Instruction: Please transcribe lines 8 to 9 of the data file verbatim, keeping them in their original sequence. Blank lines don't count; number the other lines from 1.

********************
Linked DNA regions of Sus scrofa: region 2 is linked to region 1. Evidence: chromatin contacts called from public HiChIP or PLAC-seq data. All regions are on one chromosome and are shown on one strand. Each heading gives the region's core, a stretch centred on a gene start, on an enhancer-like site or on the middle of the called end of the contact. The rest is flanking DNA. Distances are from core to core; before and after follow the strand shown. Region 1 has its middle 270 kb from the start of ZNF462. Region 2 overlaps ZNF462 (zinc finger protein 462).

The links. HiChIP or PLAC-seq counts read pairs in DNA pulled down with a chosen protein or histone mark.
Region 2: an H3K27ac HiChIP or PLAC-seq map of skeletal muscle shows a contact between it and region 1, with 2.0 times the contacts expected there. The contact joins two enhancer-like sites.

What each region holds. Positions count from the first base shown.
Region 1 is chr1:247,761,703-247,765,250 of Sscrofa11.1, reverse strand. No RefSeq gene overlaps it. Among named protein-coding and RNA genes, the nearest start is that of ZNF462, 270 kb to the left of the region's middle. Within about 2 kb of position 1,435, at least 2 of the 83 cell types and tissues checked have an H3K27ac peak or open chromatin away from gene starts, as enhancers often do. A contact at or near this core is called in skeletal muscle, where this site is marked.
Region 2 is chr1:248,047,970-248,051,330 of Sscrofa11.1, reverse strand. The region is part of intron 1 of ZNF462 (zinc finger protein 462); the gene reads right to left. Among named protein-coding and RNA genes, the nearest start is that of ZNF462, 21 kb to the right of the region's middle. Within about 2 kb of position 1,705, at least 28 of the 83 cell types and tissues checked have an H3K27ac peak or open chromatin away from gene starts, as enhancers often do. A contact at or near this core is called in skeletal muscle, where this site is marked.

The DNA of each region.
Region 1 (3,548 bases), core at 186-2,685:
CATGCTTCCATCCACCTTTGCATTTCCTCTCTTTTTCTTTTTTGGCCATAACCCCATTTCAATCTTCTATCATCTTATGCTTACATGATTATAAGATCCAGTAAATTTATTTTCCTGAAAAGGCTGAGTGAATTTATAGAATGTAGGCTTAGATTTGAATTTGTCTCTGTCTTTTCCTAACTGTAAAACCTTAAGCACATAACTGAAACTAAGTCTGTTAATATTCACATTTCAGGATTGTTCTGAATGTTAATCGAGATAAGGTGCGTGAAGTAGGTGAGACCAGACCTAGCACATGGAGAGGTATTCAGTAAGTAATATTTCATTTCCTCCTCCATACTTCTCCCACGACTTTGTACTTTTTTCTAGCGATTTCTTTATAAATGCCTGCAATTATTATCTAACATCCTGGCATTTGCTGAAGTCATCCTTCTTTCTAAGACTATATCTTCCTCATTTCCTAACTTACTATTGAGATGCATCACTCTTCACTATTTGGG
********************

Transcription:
Region 1 (3,548 bases), core at 186-2,685:
CATGCTTCCATCCACCTTTGCATTTCCTCTCTTTTTCTTTTTTGGCCATAACCCCATTTCAATCTTCTATCATCTTATGCTTACATGATTATAAGATCCAGTAAATTTATTTTCCTGAAAAGGCTGAGTGAATTTATAGAATGTAGGCTTAGATTTGAATTTGTCTCTGTCTTTTCCTAACTGTAAAACCTTAAGCACATAACTGAAACTAAGTCTGTTAATATTCACATTTCAGGATTGTTCTGAATGTTAATCGAGATAAGGTGCGTGAAGTAGGTGAGACCAGACCTAGCACATGGAGAGGTATTCAGTAAGTAATATTTCATTTCCTCCTCCATACTTCTCCCACGACTTTGTACTTTTTTCTAGCGATTTCTTTATAAATGCCTGCAATTATTATCTAACATCCTGGCATTTGCTGAAGTCATCCTTCTTTCTAAGACTATATCTTCCTCATTTCCTAACTTACTATTGAGATGCATCACTCTTCACTATTTGGG